The first direct post-Cold War confrontation of forces of NATO and Russia happened when 24th November 2015 a Turkish F-16 fighter shot down the Russian Su-24M bomber, flown in Turkish airspace. Actions of Turkey, a NATO member, created a threat of a military conflict between Russia and NATO since Article 5 of the NATO Alliance, when invoked, requires other member NATO states to come to the military aid of the aggrieved member. Violations of Turkish airspace by Russian aircraft during the Syria military operation had happened before this episode. Turkey warned Russia that it would react to these violations. But Russia did not take these threats seriously. Russia had violated the airspace of NATO member states several times in the recent past, but the armed forces of those states did not shoot down Russian planes thus not provoking a military or political conflict.xxxvii Russia obviously provokes NATO from time to time, but responding to a provocation with a military response would be the worst manifestation of the Cold War politics.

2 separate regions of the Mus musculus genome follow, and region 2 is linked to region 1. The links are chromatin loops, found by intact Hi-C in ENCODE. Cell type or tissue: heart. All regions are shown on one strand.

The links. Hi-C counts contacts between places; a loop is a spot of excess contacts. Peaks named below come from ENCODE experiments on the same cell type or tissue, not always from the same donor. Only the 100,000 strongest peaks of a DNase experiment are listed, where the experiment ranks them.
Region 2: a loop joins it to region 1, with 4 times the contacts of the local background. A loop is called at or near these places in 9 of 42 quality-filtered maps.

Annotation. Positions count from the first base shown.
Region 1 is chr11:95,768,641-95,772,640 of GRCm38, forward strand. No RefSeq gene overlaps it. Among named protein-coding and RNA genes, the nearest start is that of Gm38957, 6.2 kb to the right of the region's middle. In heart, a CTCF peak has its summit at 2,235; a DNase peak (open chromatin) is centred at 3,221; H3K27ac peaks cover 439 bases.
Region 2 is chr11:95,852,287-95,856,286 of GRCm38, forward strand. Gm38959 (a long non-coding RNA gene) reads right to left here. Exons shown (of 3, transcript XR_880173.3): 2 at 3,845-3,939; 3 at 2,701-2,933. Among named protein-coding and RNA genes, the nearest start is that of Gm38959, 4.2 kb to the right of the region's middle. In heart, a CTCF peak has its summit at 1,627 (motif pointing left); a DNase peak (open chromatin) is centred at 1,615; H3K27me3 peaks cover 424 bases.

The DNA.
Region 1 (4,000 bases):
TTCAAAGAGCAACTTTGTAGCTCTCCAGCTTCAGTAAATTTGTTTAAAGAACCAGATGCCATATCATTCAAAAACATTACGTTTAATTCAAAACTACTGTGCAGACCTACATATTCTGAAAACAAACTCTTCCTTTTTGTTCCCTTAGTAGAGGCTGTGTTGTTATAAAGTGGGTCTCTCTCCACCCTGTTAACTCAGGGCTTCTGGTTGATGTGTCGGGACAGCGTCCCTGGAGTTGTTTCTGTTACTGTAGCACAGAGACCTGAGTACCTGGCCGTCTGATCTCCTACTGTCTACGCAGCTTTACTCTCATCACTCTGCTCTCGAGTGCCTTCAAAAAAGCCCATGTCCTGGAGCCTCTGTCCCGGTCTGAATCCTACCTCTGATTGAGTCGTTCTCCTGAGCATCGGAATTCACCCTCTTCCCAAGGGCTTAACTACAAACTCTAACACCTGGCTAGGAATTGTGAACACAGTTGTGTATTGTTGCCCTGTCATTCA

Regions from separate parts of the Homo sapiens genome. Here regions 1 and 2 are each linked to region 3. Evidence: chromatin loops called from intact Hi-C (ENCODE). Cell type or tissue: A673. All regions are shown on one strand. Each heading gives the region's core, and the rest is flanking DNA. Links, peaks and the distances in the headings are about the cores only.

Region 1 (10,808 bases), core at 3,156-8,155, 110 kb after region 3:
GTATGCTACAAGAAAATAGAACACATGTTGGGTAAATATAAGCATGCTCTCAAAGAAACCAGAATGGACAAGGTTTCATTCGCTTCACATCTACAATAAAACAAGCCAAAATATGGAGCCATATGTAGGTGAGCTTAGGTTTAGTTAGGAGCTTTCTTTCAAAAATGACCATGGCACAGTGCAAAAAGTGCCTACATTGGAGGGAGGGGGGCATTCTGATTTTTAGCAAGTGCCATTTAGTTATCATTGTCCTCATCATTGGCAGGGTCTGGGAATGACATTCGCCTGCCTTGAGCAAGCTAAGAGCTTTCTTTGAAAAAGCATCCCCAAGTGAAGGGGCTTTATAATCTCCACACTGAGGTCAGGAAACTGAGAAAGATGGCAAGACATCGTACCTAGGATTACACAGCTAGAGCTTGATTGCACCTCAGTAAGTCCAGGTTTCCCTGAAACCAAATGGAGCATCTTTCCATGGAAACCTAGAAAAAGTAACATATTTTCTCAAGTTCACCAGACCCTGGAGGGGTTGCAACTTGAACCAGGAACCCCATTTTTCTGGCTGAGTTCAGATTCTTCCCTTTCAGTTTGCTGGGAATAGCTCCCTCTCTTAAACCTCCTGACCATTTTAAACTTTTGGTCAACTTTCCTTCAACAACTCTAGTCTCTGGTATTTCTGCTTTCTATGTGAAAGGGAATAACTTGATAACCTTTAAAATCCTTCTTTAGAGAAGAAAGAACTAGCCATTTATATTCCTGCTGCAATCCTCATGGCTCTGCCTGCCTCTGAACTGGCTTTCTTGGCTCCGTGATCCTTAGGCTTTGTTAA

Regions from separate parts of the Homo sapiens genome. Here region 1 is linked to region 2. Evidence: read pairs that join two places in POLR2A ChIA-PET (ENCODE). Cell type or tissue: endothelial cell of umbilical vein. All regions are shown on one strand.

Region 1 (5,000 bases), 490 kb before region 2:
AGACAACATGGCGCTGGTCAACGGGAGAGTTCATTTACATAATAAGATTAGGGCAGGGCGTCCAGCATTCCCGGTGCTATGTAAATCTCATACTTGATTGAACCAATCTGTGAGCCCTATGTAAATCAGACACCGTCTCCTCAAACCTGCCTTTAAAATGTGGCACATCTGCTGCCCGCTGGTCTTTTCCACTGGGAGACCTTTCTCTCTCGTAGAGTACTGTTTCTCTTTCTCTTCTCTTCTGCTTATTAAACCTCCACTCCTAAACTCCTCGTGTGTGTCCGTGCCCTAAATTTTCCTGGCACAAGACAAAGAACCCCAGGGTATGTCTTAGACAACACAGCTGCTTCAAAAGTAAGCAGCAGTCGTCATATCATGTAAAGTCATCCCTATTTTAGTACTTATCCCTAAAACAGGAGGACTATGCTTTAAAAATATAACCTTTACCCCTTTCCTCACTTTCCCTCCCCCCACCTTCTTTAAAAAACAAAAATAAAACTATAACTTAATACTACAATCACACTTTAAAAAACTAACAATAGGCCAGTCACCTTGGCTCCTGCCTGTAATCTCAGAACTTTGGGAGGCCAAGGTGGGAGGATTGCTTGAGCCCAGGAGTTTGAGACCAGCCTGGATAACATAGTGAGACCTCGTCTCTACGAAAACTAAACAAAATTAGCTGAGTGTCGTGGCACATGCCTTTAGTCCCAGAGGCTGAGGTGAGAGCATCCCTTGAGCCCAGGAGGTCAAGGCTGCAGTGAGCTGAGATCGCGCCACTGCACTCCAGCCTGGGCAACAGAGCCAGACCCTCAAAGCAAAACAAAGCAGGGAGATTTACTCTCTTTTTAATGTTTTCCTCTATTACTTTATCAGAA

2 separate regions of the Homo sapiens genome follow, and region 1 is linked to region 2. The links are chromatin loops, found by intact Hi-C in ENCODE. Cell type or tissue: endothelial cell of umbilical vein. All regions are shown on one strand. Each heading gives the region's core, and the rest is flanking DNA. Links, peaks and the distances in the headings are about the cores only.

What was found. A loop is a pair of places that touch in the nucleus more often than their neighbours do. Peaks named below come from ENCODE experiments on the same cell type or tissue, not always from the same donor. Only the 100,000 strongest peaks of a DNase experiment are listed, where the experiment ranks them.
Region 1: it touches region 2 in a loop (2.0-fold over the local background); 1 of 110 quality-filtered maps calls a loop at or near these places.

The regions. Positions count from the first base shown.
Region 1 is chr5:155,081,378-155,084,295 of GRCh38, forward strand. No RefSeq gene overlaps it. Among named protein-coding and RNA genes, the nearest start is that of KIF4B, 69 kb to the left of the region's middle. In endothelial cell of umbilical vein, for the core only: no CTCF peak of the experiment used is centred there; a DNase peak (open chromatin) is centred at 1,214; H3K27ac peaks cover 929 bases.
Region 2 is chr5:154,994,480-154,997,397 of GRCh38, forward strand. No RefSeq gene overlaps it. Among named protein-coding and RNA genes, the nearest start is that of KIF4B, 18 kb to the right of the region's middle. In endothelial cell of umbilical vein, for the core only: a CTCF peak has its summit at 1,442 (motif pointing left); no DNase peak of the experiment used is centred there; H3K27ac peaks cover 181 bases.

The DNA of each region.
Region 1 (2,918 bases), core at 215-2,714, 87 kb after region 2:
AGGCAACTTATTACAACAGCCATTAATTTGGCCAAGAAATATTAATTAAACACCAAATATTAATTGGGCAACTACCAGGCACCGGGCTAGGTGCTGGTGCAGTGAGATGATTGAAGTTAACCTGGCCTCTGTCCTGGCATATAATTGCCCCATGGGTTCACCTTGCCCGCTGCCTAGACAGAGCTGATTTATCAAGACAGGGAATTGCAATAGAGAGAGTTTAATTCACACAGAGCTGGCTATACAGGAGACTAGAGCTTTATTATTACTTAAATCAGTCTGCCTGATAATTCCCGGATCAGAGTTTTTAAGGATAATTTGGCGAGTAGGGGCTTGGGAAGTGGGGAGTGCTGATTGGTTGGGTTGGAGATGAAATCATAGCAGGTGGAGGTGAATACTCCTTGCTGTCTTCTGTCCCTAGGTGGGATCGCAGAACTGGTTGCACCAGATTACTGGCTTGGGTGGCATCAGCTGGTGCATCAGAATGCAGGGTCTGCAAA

During the Cold War, mutual boundary violations occurred by the dozen, The Soviet Union somewhat easily and carelessly shot down the perpetrators. It did not make anyone happy, but those were the rules of the game for both sides. Most cases involving military aircraft of the NATO countries happened before the Cuban missile crisis. After that, one can ignore what happened in 1976, when the Soviet air defenses shot down a Turkish fighter-bomber, flown to the Soviet airspace.
An emergency meeting the NATO Council after the 2015 incident confirmed full security guarantees for Turkey. To give further support to the security of Turkey, the Alliance increased Turkey’s security in the Mediterranean Sea and the Black Sea, by supplying Turkey air- reconnaissance AWACS aircraft and Patriot air defense missiles.xxxviii
These steps elevated the conflict from Russian-Turkish relations to the level of Russia-NATO relations, thereby broadening the existing confrontation. In response Russia sent more air defense systems and fighters to Syria. Fortunately, the specific situation involving Turkey did not escalate further.